The Ethics Commission’s case was weak, but they settled, dropping the charges, and fining him for an “inadvertent” violation of law that did not cost WLU one penny.  He was “reprimanded” for “soliciting private business” from a WLU employee, that did not cost the the state or its taxpayers any funds.

Why did the Ethics Commission all of a sudden settle a matter they spent over three years of taxpayer money investigating?  Defenders of the Ethics Commission state that the Democrat controlled Ethics Commission was running out of money and could not prosecute Capehart fully.  If only they would have had the funds to pursue him, they would have prevailed.  But, how is it that a state agency runs out of money, unless there is a mismanagement of funds?

Sources claim that Stephen Jory, the special counsel to the Capehart case, made it known the Commission did not pursue Capehart for at least 2 years because of lack of funds.  In other words, the Commission could not conduct an hearing because it had no money to do so!  However, that alleged excuse begs the question:  if the Ethics Commission lacked the funds, and they had already been dragging out the case for 2+ years, why settle now?  Why not drag it out longer until funds came available?  Why not drop the case it cannot afford to pursue?  The answer is pretty clear:  for one, they violated Due Process of Law by prolonging a hearing.  Second, they omitted notice of the charges that should have been presented before a probable cause review board (eventually there was a meeting with the board, but it was in Star Chamber fashion, and Capehart was not notified of that hearing).  Third, the commission appears to have manufactured some charges (no doubt because the complainants fabricated facts to the commission).  Indeed, the Ethics Commission Executive Director (A Democrat) appears to have publicly stated before the investigation had concluded that Capehart was guilty.  Capehart’s numerous requests for an hearing, went unrecognized by the commission.  All of this may be aptly explained by Capehart himself, but suffice to say, there is a reason the charges were dropped in his case.  There was no case.  If there is an example of prosecutorial misconduct, this may be it.

As the spring wore on into the summer, public opinion was turning against the WLU faculty and its reckless senate.  More and more people from the community soured on the tantrum they saw exhibited by the employees of WLU.  It is on this point we shall turn for our next post.  We shall backtrack into the opinion of some senators, not to mention their statements to the press.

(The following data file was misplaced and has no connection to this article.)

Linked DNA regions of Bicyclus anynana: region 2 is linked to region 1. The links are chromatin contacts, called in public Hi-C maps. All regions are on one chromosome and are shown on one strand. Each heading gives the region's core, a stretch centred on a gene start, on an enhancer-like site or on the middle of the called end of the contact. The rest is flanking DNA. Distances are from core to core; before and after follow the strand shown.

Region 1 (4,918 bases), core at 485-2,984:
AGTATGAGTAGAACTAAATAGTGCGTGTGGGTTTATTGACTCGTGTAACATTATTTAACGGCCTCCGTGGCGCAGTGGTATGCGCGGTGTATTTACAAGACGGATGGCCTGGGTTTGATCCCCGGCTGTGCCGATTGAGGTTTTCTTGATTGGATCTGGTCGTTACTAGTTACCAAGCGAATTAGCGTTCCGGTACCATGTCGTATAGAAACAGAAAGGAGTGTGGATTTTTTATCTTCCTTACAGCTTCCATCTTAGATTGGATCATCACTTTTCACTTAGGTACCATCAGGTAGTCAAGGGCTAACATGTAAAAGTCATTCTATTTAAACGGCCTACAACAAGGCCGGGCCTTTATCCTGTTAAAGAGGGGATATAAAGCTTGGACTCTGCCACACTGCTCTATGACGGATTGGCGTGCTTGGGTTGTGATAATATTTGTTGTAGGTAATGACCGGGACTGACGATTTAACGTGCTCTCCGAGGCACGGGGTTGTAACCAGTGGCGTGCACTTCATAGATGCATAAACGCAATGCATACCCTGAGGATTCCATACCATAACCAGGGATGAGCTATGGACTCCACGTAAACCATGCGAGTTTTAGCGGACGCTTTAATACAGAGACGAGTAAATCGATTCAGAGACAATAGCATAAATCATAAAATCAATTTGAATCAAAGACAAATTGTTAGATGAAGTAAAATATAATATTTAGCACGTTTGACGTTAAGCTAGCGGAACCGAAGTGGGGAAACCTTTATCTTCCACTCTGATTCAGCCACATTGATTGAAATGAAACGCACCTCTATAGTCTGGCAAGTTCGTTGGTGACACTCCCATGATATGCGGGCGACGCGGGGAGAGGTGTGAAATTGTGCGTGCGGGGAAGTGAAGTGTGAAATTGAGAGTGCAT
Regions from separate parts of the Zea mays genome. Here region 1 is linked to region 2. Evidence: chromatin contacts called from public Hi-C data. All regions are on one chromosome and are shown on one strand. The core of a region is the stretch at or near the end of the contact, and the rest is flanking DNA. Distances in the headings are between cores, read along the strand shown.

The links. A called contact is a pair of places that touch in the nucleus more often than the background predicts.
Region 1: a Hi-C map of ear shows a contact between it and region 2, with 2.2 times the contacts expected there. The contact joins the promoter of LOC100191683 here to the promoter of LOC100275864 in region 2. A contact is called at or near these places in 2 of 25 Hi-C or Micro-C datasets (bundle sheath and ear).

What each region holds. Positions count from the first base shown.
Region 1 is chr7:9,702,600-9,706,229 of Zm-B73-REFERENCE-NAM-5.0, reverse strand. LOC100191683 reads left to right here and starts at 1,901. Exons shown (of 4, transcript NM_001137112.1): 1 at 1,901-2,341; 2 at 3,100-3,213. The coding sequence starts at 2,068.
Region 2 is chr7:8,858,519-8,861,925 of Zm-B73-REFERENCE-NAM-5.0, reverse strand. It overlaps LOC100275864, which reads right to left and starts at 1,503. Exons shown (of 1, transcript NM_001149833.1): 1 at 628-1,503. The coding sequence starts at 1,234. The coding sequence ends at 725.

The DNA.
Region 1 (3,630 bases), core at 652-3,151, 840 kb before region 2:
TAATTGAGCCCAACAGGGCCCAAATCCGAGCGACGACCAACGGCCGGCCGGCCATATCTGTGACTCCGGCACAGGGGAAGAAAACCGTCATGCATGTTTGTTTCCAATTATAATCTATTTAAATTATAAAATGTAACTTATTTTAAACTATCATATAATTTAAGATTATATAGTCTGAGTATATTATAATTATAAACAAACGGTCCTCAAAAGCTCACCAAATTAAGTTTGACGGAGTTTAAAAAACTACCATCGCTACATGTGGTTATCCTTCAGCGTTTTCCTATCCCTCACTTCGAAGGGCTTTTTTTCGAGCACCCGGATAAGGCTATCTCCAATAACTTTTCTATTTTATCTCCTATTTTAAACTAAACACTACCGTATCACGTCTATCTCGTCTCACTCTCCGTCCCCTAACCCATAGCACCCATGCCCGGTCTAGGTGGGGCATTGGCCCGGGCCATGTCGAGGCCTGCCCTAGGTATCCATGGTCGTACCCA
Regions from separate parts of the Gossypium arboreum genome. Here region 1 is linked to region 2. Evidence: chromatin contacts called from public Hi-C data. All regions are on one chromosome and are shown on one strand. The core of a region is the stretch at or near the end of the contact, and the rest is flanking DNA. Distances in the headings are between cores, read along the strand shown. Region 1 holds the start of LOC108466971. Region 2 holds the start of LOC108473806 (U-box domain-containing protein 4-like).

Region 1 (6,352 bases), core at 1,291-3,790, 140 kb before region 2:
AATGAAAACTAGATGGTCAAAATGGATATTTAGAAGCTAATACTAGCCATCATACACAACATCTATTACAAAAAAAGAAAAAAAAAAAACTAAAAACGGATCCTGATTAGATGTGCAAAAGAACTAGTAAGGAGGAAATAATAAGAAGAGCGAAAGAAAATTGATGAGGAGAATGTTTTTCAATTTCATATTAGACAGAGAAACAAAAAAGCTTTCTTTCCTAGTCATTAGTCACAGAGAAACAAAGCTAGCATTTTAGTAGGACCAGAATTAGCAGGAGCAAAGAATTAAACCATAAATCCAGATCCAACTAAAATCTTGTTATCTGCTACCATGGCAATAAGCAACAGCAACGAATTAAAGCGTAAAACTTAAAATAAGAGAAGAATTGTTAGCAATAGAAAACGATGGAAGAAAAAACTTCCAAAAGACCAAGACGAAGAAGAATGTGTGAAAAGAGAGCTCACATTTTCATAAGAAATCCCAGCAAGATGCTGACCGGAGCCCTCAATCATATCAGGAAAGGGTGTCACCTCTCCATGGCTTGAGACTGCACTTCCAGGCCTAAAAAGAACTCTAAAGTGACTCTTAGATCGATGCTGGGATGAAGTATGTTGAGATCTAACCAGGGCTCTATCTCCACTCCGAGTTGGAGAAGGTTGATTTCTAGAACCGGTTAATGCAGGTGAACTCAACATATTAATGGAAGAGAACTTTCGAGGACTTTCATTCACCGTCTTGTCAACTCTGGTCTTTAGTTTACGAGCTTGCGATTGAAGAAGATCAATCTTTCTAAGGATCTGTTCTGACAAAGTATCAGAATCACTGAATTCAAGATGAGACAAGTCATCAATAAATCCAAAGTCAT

Before he was ousted from WLU, Anthony Koyzis called this author to state he was leaving the university.  He encouraged me to leave the college as so many professors were doing already.  He stated that the campus was “toxic” and that it would not be cured by any one person or persons because the “rot was too ingrained.” About that time, one of my good friends left WLU for a job in Hawaii.  She told me the reason she and her family left was because of the “toxic mess” at WLU, and because of its “hateful faculty and staff.”  Indeed, she went on to say more generally that she and her husband did not want to raise their children in the dying and depressing Ohio Valley.  Another professor left in the spring of 2015 for warmer southern climes.  According to one student posting on facebook, the professor told him he left because of the “hateful idiots” in his department.  He also believed that the academic seriousness of the profs at WLU was woeful.  Further, he found the toxic atmosphere on campus unbearable.  So he and a handful of my friends that I respected, abandoned the university before it was too late.

With the despicable and cowardly behavior by WLU’s faculty and staff, I can only say that those who left for other gainful employment seem to have made the right choice, and that WLU is living up to its reputation.

Next Up:  The Faculty Senate Breaks the law again.  We will capture the acts and statements from the faculty, and faculty senate, during this time period, and into the late summer of 2015 in the next post.

Addendum: the agreement that Capehart signed offered from the BOG was agreed to by February 2nd, and was not the result of the no confidence vote of the faculty senate.